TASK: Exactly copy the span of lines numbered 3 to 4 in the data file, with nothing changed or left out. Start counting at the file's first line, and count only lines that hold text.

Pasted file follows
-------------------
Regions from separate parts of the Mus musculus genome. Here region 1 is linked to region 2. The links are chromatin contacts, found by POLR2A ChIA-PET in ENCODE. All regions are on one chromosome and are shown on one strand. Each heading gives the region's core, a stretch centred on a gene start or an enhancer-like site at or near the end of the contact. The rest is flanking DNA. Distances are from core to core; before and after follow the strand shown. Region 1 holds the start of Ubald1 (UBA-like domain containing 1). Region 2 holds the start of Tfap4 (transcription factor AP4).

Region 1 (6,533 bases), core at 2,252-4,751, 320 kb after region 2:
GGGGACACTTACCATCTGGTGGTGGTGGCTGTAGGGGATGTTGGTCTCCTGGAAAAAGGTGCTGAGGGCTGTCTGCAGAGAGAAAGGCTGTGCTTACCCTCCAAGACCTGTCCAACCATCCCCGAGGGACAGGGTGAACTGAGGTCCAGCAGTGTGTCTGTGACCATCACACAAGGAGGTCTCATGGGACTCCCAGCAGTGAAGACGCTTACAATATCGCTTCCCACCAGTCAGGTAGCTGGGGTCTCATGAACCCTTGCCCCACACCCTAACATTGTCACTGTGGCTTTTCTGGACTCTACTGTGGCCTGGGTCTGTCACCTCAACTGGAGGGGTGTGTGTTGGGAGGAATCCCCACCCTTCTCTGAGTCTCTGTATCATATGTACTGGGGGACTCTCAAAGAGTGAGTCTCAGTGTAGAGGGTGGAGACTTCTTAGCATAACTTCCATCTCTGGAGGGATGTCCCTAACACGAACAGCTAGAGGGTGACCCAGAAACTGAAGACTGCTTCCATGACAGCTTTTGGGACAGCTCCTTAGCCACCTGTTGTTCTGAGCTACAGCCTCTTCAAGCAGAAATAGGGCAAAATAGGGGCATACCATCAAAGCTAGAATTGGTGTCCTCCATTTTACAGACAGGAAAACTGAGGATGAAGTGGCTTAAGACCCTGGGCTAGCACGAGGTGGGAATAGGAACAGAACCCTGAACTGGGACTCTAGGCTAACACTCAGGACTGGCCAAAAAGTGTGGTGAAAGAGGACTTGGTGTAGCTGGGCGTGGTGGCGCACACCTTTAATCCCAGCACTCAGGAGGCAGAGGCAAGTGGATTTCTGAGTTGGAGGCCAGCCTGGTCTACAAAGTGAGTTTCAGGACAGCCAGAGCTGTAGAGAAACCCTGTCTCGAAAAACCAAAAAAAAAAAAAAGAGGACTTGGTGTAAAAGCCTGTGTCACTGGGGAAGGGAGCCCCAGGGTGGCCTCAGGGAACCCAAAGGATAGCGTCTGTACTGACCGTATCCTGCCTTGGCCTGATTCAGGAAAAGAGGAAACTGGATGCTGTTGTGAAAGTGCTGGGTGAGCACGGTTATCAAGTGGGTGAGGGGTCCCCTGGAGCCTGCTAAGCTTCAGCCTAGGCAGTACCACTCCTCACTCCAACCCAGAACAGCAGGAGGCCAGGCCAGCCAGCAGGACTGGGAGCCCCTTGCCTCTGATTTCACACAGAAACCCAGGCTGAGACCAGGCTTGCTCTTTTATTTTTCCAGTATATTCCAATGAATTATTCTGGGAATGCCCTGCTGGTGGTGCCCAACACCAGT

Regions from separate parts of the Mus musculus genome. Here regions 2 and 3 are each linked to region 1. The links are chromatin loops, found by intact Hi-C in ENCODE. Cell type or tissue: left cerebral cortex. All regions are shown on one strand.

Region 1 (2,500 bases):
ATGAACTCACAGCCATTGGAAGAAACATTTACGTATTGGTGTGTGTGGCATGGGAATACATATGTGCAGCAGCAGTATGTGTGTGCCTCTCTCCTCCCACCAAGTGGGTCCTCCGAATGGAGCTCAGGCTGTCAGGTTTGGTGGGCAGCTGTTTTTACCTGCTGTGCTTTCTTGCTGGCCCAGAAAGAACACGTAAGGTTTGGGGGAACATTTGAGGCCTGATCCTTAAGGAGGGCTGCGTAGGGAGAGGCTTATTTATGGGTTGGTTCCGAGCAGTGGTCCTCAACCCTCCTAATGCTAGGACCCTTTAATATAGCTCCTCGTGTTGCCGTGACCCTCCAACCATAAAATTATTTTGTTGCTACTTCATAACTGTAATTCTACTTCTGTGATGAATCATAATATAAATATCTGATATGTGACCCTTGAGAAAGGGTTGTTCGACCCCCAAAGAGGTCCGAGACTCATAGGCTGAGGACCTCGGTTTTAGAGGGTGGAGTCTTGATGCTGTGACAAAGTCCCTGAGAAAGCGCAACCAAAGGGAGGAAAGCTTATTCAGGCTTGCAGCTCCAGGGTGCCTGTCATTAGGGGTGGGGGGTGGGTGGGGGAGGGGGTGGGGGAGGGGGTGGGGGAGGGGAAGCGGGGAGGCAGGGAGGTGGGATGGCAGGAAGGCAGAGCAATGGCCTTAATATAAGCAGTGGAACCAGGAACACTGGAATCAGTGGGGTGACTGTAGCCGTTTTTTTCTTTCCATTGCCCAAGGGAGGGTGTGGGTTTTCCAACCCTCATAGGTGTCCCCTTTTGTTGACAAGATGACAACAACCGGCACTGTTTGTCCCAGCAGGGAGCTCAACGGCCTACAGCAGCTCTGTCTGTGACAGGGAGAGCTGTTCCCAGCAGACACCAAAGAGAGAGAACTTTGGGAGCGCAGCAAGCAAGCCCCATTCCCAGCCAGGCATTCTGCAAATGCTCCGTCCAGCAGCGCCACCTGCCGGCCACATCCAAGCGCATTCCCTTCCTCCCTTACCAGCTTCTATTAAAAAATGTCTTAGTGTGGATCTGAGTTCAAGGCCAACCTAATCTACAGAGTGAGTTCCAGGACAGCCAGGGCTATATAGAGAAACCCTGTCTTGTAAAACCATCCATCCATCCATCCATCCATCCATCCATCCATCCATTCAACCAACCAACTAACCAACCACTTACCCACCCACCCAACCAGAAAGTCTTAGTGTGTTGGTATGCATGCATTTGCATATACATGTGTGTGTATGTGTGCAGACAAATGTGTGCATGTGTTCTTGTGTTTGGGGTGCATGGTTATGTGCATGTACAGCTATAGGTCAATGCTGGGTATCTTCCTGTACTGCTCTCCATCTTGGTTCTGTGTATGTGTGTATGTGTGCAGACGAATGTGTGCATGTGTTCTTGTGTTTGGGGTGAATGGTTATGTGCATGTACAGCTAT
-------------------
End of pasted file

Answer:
GGGGACACTTACCATCTGGTGGTGGTGGCTGTAGGGGATGTTGGTCTCCTGGAAAAAGGTGCTGAGGGCTGTCTGCAGAGAGAAAGGCTGTGCTTACCCTCCAAGACCTGTCCAACCATCCCCGAGGGACAGGGTGAACTGAGGTCCAGCAGTGTGTCTGTGACCATCACACAAGGAGGTCTCATGGGACTCCCAGCAGTGAAGACGCTTACAATATCGCTTCCCACCAGTCAGGTAGCTGGGGTCTCATGAACCCTTGCCCCACACCCTAACATTGTCACTGTGGCTTTTCTGGACTCTACTGTGGCCTGGGTCTGTCACCTCAACTGGAGGGGTGTGTGTTGGGAGGAATCCCCACCCTTCTCTGAGTCTCTGTATCATATGTACTGGGGGACTCTCAAAGAGTGAGTCTCAGTGTAGAGGGTGGAGACTTCTTAGCATAACTTCCATCTCTGGAGGGATGTCCCTAACACGAACAGCTAGAGGGTGACCCAGAAACTGAAGACTGCTTCCATGACAGCTTTTGGGACAGCTCCTTAGCCACCTGTTGTTCTGAGCTACAGCCTCTTCAAGCAGAAATAGGGCAAAATAGGGGCATACCATCAAAGCTAGAATTGGTGTCCTCCATTTTACAGACAGGAAAACTGAGGATGAAGTGGCTTAAGACCCTGGGCTAGCACGAGGTGGGAATAGGAACAGAACCCTGAACTGGGACTCTAGGCTAACACTCAGGACTGGCCAAAAAGTGTGGTGAAAGAGGACTTGGTGTAGCTGGGCGTGGTGGCGCACACCTTTAATCCCAGCACTCAGGAGGCAGAGGCAAGTGGATTTCTGAGTTGGAGGCCAGCCTGGTCTACAAAGTGAGTTTCAGGACAGCCAGAGCTGTAGAGAAACCCTGTCTCGAAAAACCAAAAAAAAAAAAAAGAGGACTTGGTGTAAAAGCCTGTGTCACTGGGGAAGGGAGCCCCAGGGTGGCCTCAGGGAACCCAAAGGATAGCGTCTGTACTGACCGTATCCTGCCTTGGCCTGATTCAGGAAAAGAGGAAACTGGATGCTGTTGTGAAAGTGCTGGGTGAGCACGGTTATCAAGTGGGTGAGGGGTCCCCTGGAGCCTGCTAAGCTTCAGCCTAGGCAGTACCACTCCTCACTCCAACCCAGAACAGCAGGAGGCCAGGCCAGCCAGCAGGACTGGGAGCCCCTTGCCTCTGATTTCACACAGAAACCCAGGCTGAGACCAGGCTTGCTCTTTTATTTTTCCAGTATATTCCAATGAATTATTCTGGGAATGCCCTGCTGGTGGTGCCCAACACCAGT

Regions from separate parts of the Mus musculus genome. Here regions 2 and 3 are each linked to region 1. The links are chromatin loops, found by intact Hi-C in ENCODE. Cell type or tissue: left cerebral cortex. All regions are shown on one strand.